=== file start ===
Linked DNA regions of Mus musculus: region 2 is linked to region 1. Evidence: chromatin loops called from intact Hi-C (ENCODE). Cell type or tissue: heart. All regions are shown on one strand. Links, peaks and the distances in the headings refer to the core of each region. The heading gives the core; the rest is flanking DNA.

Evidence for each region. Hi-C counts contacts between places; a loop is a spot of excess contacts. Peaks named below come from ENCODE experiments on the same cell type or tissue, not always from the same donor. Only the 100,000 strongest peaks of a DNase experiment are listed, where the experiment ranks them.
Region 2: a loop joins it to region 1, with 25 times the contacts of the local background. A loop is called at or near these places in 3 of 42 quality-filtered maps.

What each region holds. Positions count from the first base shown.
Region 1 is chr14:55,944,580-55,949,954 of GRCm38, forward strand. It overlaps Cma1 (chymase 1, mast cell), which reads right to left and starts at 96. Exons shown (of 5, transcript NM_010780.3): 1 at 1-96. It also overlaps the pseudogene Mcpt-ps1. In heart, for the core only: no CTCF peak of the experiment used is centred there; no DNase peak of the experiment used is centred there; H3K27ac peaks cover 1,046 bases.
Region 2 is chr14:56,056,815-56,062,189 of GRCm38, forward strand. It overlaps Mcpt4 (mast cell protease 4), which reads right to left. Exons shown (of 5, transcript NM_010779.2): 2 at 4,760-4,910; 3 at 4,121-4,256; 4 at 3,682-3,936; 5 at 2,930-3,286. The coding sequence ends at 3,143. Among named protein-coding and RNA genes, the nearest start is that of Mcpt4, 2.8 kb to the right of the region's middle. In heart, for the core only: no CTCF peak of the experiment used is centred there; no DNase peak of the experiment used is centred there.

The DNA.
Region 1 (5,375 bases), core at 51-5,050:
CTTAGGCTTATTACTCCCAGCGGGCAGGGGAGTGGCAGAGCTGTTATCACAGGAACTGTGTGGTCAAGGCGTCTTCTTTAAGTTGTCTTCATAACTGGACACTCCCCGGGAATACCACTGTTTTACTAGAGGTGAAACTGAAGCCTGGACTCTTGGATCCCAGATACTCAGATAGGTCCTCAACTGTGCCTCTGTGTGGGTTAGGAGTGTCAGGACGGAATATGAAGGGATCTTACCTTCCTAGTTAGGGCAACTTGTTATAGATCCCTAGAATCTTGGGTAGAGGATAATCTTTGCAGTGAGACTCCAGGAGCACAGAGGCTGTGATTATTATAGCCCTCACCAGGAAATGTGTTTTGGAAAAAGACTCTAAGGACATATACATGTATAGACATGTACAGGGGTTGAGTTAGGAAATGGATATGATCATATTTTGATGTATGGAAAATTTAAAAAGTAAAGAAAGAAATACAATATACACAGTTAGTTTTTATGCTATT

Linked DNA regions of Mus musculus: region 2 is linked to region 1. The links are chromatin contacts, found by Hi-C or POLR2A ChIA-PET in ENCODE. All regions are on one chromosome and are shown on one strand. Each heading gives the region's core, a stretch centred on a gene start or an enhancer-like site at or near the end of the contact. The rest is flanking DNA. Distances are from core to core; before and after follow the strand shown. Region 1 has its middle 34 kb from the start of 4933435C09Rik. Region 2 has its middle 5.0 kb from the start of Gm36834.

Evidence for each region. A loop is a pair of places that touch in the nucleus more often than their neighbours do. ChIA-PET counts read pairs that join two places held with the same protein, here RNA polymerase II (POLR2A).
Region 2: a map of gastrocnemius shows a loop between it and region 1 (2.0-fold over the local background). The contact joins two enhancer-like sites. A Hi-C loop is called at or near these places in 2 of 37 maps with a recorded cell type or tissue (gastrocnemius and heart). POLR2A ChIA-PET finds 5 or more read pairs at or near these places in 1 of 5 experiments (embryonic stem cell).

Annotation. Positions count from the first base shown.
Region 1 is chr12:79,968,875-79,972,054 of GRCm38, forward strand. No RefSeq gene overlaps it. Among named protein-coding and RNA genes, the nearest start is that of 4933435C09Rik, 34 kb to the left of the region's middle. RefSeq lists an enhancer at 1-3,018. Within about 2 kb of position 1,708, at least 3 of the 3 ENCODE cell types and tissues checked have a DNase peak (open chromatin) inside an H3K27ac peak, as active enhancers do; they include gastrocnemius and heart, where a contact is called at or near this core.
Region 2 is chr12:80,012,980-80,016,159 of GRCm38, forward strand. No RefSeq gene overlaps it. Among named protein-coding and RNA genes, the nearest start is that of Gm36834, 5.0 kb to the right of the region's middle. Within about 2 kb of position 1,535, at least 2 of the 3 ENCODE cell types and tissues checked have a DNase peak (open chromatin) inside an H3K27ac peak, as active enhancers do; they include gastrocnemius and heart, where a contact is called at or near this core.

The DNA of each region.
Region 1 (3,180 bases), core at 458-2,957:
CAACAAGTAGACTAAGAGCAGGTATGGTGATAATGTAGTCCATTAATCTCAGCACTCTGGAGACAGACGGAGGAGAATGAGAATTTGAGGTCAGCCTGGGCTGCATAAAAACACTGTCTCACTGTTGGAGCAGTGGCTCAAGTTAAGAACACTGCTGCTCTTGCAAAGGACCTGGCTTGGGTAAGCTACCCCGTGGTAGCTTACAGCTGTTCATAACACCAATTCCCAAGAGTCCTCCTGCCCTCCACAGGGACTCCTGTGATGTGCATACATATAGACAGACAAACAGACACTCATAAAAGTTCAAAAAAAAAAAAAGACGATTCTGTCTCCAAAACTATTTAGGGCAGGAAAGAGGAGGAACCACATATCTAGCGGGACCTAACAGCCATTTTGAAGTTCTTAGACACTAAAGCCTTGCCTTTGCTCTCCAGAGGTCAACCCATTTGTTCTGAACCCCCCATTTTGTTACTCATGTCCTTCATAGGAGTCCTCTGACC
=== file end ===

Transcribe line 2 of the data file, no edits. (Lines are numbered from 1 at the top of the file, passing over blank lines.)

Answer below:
Evidence for each region. Hi-C counts contacts between places; a loop is a spot of excess contacts. Peaks named below come from ENCODE experiments on the same cell type or tissue, not always from the same donor. Only the 100,000 strongest peaks of a DNase experiment are listed, where the experiment ranks them.